- One cultivation expert and one lab science expert appointed by the Vermont Agency of Agriculture’s Hemp Program.
I’m also going to advocate fo legislation for the next session that will:
- Eliminate the three-month requirement for a bona fide health care professional-patient relationship
- Expand the definition of debilitating medical condition to include any disease, condition, or treatment as determined in writing by a qualifying patient’s health care professional
- Increase a patient’s possession limit from two mature plants to twelve and from two ounces of useable marijuana to six
- Allow patients and caregivers to purchase marijuana and marijuana-infused products from any registered adult use dispensary or medical dispensary without paying non medical patient taxes (or require medical dispensaries to be non-profit and not serve the adult use market). We need to ensure a way for patients to have access and enough medicine available.
- Allow adult use dispensaries to deliver to patients
- Eliminate fingerprint requirement for caregivers
- Eliminate the requirement that patients with chronic diseases re-apply annually for their medical card
- Allow caregivers to care give for 5 patients (as NY allows)
- Allow each patient to have 3 caregivers (double for minors)
- Allow Reciprocity - meaning that anyone from out of state who has a medical card can shop at a Vermont dispensary - and vice versa.
- Remove THC caps for adult use retail. Many adult use consumer ARE patients. 70% of Americans are on pharmaceuticals. Many registered patients and consumer patients alike want the opportunity to support their local farmers and small businesses.
In the long run, whether it’s attending a symptom relief meeting, or testifying, it takes a team of loud voices to make change. While we didn’t get all our requests met this session, we have created the relationships which will allow us to continue our work ensuring a better medical cannabis program for Vermonters.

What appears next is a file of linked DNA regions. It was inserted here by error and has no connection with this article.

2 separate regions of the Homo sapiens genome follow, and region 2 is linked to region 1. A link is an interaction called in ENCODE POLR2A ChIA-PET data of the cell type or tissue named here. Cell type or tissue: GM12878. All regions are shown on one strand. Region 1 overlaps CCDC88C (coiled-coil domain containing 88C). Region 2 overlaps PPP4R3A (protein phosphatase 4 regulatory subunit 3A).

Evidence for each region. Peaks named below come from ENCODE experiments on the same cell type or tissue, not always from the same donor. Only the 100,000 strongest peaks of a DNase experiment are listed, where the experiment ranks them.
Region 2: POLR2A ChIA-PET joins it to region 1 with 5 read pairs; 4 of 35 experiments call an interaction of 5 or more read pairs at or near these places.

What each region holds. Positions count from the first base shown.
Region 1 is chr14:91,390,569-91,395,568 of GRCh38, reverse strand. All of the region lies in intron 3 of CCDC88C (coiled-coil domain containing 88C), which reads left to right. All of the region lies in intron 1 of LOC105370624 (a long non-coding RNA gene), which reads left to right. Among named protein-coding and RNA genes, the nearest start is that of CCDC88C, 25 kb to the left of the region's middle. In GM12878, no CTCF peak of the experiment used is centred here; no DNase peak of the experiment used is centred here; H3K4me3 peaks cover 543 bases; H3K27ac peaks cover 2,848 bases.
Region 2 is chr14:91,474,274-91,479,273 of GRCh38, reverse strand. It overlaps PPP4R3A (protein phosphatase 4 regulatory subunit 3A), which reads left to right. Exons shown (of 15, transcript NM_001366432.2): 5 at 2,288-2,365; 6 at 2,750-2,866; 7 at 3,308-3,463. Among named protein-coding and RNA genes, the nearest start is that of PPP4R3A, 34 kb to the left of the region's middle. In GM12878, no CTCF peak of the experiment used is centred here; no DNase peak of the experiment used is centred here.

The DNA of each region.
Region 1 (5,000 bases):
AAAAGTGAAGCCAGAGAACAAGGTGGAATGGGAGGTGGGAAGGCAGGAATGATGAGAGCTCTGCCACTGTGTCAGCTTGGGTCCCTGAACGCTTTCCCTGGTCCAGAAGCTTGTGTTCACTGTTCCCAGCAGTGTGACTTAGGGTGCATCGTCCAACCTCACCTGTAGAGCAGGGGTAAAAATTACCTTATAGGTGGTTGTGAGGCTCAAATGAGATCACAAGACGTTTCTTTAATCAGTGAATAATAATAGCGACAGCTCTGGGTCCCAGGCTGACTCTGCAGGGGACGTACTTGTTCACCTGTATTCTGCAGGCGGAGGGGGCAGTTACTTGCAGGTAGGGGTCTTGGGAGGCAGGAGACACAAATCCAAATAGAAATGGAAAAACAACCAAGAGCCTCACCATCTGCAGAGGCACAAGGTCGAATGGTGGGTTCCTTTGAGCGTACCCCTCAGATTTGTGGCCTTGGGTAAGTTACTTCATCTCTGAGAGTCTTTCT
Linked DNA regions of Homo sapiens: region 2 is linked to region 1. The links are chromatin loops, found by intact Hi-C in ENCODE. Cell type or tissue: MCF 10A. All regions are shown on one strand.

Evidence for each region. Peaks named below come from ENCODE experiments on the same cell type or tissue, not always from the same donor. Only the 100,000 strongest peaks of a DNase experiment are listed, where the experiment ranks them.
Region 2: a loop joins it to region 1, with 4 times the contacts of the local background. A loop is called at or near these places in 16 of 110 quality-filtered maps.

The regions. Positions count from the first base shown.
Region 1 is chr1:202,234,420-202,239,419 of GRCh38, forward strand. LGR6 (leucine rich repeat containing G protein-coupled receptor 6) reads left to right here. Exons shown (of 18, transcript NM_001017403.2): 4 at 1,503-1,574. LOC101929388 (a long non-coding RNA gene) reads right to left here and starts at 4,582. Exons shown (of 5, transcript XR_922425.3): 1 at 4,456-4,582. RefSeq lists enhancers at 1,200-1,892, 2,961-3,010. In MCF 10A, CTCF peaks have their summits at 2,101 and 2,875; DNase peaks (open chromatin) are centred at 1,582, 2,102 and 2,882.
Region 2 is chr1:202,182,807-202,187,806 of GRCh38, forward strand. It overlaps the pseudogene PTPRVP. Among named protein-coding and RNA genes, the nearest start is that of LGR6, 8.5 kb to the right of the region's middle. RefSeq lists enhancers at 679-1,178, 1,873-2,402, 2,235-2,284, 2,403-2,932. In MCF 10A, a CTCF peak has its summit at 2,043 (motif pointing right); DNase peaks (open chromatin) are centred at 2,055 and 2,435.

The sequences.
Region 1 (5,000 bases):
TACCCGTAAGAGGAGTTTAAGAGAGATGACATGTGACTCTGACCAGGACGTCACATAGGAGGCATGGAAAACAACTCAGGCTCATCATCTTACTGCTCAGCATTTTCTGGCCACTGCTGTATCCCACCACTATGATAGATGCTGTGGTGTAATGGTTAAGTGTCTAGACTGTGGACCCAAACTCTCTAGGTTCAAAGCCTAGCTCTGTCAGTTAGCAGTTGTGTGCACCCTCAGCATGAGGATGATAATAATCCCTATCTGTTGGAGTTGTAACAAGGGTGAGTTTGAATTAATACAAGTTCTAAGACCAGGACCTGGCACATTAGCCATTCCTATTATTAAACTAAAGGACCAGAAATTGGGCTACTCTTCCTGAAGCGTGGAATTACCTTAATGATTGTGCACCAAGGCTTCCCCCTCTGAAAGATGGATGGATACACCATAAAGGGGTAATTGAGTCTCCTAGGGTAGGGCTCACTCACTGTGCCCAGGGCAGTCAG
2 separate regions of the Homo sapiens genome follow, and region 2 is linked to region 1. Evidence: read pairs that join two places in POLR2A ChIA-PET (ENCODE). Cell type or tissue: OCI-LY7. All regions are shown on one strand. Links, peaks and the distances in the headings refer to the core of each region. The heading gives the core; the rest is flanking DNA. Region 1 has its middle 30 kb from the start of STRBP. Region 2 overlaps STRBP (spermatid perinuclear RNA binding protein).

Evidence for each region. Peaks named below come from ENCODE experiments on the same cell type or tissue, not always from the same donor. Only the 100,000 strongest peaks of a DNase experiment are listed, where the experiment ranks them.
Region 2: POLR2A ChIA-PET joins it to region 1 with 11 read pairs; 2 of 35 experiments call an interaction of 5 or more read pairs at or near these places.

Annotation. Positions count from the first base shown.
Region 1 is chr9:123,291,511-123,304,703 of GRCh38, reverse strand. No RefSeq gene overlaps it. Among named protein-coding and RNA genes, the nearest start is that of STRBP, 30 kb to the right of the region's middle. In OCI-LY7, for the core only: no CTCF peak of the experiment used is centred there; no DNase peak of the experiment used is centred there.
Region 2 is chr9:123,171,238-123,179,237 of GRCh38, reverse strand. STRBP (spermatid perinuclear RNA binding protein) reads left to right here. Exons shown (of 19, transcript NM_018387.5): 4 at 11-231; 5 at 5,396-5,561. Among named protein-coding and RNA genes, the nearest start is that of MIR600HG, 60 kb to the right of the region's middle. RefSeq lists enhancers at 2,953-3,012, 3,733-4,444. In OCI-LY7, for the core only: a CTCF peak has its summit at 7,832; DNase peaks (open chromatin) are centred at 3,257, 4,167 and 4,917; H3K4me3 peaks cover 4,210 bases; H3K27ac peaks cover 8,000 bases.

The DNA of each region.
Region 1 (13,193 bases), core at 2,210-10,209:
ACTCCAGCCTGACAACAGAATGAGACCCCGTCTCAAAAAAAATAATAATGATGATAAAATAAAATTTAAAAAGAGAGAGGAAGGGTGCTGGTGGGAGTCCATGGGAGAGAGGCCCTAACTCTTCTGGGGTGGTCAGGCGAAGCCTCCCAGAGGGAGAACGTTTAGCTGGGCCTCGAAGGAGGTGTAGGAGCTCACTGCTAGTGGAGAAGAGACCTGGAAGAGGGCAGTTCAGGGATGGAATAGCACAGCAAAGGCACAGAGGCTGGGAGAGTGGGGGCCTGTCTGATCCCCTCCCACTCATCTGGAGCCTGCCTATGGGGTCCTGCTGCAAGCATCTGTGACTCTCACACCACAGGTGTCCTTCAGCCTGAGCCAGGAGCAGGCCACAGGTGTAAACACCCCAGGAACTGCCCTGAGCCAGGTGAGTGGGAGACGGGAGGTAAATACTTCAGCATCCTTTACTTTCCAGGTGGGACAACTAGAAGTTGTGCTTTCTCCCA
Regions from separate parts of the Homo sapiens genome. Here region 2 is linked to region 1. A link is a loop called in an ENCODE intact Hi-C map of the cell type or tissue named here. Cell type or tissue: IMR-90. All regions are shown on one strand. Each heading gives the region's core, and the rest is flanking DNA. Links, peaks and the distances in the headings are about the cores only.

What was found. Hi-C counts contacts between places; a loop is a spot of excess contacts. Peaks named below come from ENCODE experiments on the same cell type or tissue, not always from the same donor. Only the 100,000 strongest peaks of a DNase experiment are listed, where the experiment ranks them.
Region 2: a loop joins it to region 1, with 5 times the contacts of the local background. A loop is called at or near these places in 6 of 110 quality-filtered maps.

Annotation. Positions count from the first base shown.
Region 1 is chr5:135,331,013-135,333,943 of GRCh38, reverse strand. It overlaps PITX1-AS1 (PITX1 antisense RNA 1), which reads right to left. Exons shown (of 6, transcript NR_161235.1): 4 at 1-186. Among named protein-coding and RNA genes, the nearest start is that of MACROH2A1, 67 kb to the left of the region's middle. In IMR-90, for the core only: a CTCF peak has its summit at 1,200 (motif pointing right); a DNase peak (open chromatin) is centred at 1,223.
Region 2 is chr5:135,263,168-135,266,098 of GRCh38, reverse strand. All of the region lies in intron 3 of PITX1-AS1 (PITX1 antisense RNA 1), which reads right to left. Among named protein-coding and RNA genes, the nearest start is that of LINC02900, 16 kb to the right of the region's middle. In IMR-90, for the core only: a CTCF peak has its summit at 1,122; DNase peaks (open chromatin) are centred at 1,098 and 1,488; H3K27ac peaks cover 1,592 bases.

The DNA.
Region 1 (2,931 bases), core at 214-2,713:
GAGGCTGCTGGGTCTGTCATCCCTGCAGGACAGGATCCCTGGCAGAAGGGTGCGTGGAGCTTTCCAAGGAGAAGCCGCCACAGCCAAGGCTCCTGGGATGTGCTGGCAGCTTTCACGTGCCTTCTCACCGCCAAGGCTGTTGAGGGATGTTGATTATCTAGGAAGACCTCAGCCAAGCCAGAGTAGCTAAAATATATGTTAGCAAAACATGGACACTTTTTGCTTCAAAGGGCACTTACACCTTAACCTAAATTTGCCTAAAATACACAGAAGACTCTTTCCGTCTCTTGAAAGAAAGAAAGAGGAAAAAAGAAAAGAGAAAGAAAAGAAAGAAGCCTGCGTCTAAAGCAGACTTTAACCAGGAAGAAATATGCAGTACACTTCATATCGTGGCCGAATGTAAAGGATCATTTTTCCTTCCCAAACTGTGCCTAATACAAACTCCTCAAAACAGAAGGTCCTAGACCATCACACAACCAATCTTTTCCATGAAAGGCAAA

Also, under current Vermont law, the 5 medical dispensaries - in consultation with the Department of Health (a fear-driven agency when it comes to cannabis) - are able to create and use their own curriculum for staff training.
One thing I’m certain of - and explain often - is that regardless of who has official patient status and an actual medical card, many people who consume cannabis are using it medicinally.
A standardized statewide curriculum and mandated education for ALL retail dispensaries, regardless of medical or adult use, will ensure that ALL cannabis consumers, whether they’re official patients or not, have the most current, evidence-based information to help them consume more safely and effectively.One thing I’m certain of - and explain often - is that regardless of who has official patient status and an actual medical card, many people who consume cannabis are using it medicinally.
In fact, up to 70% of Americans - 7 in 10 people - are on prescription medications, making most Americans patients. So, just as we know that more people will have access to cannabis when adult use retail comes online, we need to understand that many of them will benefit from support, education, and consumer protection, just as a patient in a medical dispensary does.
From understanding how to use edibles, to understanding what clean lab tested cannabis is, to microdosing, to what cannabinoids and terpenes work best, to recognizing signs of cannabis use disorder, ALL Vermoters can benefit from knowledgeable, educated retail staff who not only know when to refer to medical professionals and what references to give out, but who are well-trained to support the healthiest consumption.
VTCNA, in partnership with ANA-VT, has launched a cannabis education program for dispensary staff and medical professionals with this exact sentiment in mind.
Education like this will not only better inform the mainstream medical community about the power and possibilities of medical cannabis, it will continue to work to break prohibitionist-era stigma and validate the reality of cannabis as medicine.
Cannabis art by Julie Fisheye